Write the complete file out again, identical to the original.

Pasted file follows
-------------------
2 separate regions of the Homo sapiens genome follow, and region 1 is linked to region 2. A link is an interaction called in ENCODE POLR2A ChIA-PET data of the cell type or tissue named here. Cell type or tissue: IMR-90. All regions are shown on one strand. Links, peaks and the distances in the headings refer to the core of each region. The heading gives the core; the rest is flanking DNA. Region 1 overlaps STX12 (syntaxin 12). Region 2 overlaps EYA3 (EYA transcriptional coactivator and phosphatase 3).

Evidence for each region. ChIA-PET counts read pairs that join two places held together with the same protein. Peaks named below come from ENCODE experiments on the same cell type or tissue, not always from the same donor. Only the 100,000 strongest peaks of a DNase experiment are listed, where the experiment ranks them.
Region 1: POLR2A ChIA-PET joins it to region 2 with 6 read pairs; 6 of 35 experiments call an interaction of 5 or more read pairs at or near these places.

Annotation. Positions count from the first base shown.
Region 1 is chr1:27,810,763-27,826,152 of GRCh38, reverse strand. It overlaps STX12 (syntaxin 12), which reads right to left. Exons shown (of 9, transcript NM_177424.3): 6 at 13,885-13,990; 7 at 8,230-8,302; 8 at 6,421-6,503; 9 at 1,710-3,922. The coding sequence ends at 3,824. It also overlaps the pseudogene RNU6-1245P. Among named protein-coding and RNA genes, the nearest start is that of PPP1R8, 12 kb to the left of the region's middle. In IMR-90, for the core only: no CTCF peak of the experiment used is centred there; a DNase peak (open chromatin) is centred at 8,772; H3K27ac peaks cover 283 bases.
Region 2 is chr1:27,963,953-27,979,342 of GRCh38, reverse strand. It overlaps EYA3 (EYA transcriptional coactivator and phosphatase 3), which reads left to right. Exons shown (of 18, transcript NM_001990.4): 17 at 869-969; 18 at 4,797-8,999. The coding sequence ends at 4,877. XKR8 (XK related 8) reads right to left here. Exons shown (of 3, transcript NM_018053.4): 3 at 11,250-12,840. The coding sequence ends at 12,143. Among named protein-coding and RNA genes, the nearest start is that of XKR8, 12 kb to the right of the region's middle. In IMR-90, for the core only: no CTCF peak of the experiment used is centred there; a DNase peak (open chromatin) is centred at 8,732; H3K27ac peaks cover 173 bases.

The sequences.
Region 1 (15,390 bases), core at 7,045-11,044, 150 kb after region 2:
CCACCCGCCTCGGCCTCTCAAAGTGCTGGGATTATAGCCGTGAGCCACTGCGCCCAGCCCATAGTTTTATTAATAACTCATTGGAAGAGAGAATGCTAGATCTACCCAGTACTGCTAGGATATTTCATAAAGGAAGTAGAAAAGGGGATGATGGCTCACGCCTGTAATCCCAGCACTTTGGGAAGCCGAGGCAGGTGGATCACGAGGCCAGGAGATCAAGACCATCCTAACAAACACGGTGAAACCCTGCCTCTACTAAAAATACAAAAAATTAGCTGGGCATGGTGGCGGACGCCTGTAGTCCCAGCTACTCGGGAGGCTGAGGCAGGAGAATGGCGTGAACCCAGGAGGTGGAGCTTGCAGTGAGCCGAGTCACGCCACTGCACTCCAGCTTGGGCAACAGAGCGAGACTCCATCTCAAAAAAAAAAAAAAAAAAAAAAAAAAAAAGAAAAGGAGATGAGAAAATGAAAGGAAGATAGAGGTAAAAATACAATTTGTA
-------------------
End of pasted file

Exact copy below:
2 separate regions of the Homo sapiens genome follow, and region 1 is linked to region 2. A link is an interaction called in ENCODE POLR2A ChIA-PET data of the cell type or tissue named here. Cell type or tissue: IMR-90. All regions are shown on one strand. Links, peaks and the distances in the headings refer to the core of each region. The heading gives the core; the rest is flanking DNA. Region 1 overlaps STX12 (syntaxin 12). Region 2 overlaps EYA3 (EYA transcriptional coactivator and phosphatase 3).

Evidence for each region. ChIA-PET counts read pairs that join two places held together with the same protein. Peaks named below come from ENCODE experiments on the same cell type or tissue, not always from the same donor. Only the 100,000 strongest peaks of a DNase experiment are listed, where the experiment ranks them.
Region 1: POLR2A ChIA-PET joins it to region 2 with 6 read pairs; 6 of 35 experiments call an interaction of 5 or more read pairs at or near these places.

Annotation. Positions count from the first base shown.
Region 1 is chr1:27,810,763-27,826,152 of GRCh38, reverse strand. It overlaps STX12 (syntaxin 12), which reads right to left. Exons shown (of 9, transcript NM_177424.3): 6 at 13,885-13,990; 7 at 8,230-8,302; 8 at 6,421-6,503; 9 at 1,710-3,922. The coding sequence ends at 3,824. It also overlaps the pseudogene RNU6-1245P. Among named protein-coding and RNA genes, the nearest start is that of PPP1R8, 12 kb to the left of the region's middle. In IMR-90, for the core only: no CTCF peak of the experiment used is centred there; a DNase peak (open chromatin) is centred at 8,772; H3K27ac peaks cover 283 bases.
Region 2 is chr1:27,963,953-27,979,342 of GRCh38, reverse strand. It overlaps EYA3 (EYA transcriptional coactivator and phosphatase 3), which reads left to right. Exons shown (of 18, transcript NM_001990.4): 17 at 869-969; 18 at 4,797-8,999. The coding sequence ends at 4,877. XKR8 (XK related 8) reads right to left here. Exons shown (of 3, transcript NM_018053.4): 3 at 11,250-12,840. The coding sequence ends at 12,143. Among named protein-coding and RNA genes, the nearest start is that of XKR8, 12 kb to the right of the region's middle. In IMR-90, for the core only: no CTCF peak of the experiment used is centred there; a DNase peak (open chromatin) is centred at 8,732; H3K27ac peaks cover 173 bases.

The sequences.
Region 1 (15,390 bases), core at 7,045-11,044, 150 kb after region 2:
CCACCCGCCTCGGCCTCTCAAAGTGCTGGGATTATAGCCGTGAGCCACTGCGCCCAGCCCATAGTTTTATTAATAACTCATTGGAAGAGAGAATGCTAGATCTACCCAGTACTGCTAGGATATTTCATAAAGGAAGTAGAAAAGGGGATGATGGCTCACGCCTGTAATCCCAGCACTTTGGGAAGCCGAGGCAGGTGGATCACGAGGCCAGGAGATCAAGACCATCCTAACAAACACGGTGAAACCCTGCCTCTACTAAAAATACAAAAAATTAGCTGGGCATGGTGGCGGACGCCTGTAGTCCCAGCTACTCGGGAGGCTGAGGCAGGAGAATGGCGTGAACCCAGGAGGTGGAGCTTGCAGTGAGCCGAGTCACGCCACTGCACTCCAGCTTGGGCAACAGAGCGAGACTCCATCTCAAAAAAAAAAAAAAAAAAAAAAAAAAAAAGAAAAGGAGATGAGAAAATGAAAGGAAGATAGAGGTAAAAATACAATTTGTA